Waiting for Spring
Dear Waiting for Spring,
I’m glad you asked that question because it’s a very important one. There are times when the weather outside is frightful and we do have to close the museum. The first place you can always check for this kind of information is our website: www.jewishmuseummd.org . If we have plans to close the building, it will be posted on the middle of the front page. We try to make sure we’ve posted our decision by 9am so that you can make plans accordingly. If it’s a weekday, our policy for the first day of any weather event is to go along with whatever the Baltimore City Schools are doing. After the first day, however, we make the decision ourselves based on the conditions of the roads and on the ability of the folks who clear the sidewalk and secure the building to make it to Lloyd Street.
We’re a hardy group, so we try not to close unless it is really necessary!
Posted on December 2nd, 2013 by Rachel
Dear Abby is at it again!
My dear friend, “S” has put himself into a bit of a pickle. He has a reputation for being a know-it-all, and now he’s made an ill-advised bet with his archenemy (let’s just call him “M”) that he knows everything about the Jewish Museum of Maryland. He even wagered his prized violin! There’s only one problem: “S” has never been to the JMM! Obviously, he needs to visit the museum as soon as possible. When is the soonest that he can go on a tour? Do your tours cover the whole museum? Another potential problem is that “S” has lived a long, full live, and his knees just aren’t what they used to be, so he is not comfortable using stairs—even with railings. Will this be a problem?
Dear Dr. W.,
A wager is very serious business, so I will try to do everything I can to help your friend learn what he needs to know in order to keep his violin! First of all, we offer five tours a day, Sunday through Thursday, so there are plenty of opportunities for “S” to go on a tour. These tours go out at 11:00am, 1:00pm, 2:00pm, 3:00pm, and 4:00pm. I would recommend that he come for the tours earlier than 3:00pm because the 3:00pm tour talks more about the Civil War than about the history of the synagogues, and the 4:00pm tour is abbreviated because we have to close up the synagogues at 4:30pm. For future reference, you can always find our tour schedule on our website, here: http://jewishmuseummd.org/visiting/.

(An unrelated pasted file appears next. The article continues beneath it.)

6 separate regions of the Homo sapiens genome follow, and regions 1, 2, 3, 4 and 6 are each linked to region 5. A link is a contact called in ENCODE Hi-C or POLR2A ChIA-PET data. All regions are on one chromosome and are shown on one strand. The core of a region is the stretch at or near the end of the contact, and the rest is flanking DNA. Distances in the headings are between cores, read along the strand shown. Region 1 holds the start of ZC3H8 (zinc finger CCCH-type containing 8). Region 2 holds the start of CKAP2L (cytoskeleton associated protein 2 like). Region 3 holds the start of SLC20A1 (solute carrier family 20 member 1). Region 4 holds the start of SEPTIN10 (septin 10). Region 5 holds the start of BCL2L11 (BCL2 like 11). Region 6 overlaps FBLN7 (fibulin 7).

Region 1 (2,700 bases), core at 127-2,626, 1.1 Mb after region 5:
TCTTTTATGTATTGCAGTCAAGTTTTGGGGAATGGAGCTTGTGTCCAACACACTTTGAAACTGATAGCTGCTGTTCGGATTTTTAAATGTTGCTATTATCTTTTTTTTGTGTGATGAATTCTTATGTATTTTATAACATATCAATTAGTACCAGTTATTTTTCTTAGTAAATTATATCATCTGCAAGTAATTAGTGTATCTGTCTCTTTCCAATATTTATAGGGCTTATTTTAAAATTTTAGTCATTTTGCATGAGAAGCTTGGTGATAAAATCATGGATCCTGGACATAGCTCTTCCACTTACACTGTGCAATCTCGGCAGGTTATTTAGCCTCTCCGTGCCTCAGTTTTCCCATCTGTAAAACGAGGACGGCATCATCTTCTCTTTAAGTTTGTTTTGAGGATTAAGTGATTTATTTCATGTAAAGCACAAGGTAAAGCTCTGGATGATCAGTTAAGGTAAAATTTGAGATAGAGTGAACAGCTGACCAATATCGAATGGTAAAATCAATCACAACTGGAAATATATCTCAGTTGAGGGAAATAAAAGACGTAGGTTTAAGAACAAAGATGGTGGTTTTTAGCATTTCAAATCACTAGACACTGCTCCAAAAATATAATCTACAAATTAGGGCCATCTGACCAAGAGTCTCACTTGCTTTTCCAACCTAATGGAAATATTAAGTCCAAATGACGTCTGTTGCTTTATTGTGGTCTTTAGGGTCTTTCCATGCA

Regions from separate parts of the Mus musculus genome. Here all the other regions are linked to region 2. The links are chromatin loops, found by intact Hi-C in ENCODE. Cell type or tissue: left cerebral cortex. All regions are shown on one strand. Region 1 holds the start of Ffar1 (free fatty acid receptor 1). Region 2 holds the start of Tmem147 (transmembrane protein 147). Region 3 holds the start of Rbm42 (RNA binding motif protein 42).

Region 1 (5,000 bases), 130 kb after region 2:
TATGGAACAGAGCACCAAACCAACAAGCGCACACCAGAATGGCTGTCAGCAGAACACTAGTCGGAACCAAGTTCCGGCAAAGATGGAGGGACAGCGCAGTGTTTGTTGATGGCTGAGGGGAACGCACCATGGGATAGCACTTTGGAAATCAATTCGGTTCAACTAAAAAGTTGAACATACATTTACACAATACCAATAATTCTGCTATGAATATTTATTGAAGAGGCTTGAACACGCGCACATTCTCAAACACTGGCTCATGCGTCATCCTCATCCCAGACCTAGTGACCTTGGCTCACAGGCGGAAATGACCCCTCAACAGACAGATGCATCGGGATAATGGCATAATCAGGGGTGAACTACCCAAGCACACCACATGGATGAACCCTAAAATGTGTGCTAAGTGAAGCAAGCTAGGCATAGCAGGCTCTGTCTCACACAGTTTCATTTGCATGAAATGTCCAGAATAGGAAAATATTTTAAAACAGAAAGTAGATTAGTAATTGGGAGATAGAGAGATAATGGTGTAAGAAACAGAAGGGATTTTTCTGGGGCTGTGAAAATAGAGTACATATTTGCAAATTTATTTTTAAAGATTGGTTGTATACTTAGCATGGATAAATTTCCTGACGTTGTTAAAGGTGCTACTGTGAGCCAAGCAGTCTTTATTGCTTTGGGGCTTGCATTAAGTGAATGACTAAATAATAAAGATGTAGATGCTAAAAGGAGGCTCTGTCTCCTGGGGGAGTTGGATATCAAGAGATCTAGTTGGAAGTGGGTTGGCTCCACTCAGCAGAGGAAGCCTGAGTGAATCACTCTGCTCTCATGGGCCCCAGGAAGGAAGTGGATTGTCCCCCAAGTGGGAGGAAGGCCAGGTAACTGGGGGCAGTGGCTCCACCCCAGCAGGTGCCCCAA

The tours do not cover the entire museum. They only cover the two synagogues—Lloyd Street Synagogue and B’nai Israel Synagogue. The exhibits inside the museum, and in the basement of the Lloyd Street Synagogue, are all self-guided.
Unfortunately, while the main museum building is handicap accessible, both synagogues require our visitors to climb a lot of stairs, and because they are historic buildings, it’s very difficult to install ramps or elevators that still comply with the historic trust’s rules. Hopefully, in the near future, we’ll have a solution to the problem of ensuring access while preserving the historic character of these buildings, but for the time being, we’re stuck with what we’ve got.
Generally, I assume that each visitor knows his or her own abilities best, but if “S” is uncomfortable with stairs, even when they have railings (as ours do), then he will not be able to see the sanctuaries of the synagogues…in person. But that doesn’t mean that he can’t go on a tour! Thanks to the wonders of modern technology, we have a DVD version of the synagogues tour that we can set up in as little as five minutes! If “S” asks for it at the front desk, we will have him set up in no time at all.
Have a question of your own for Abby? Click HERE to email her! Make sure to put “Dear Abby” in the subject line!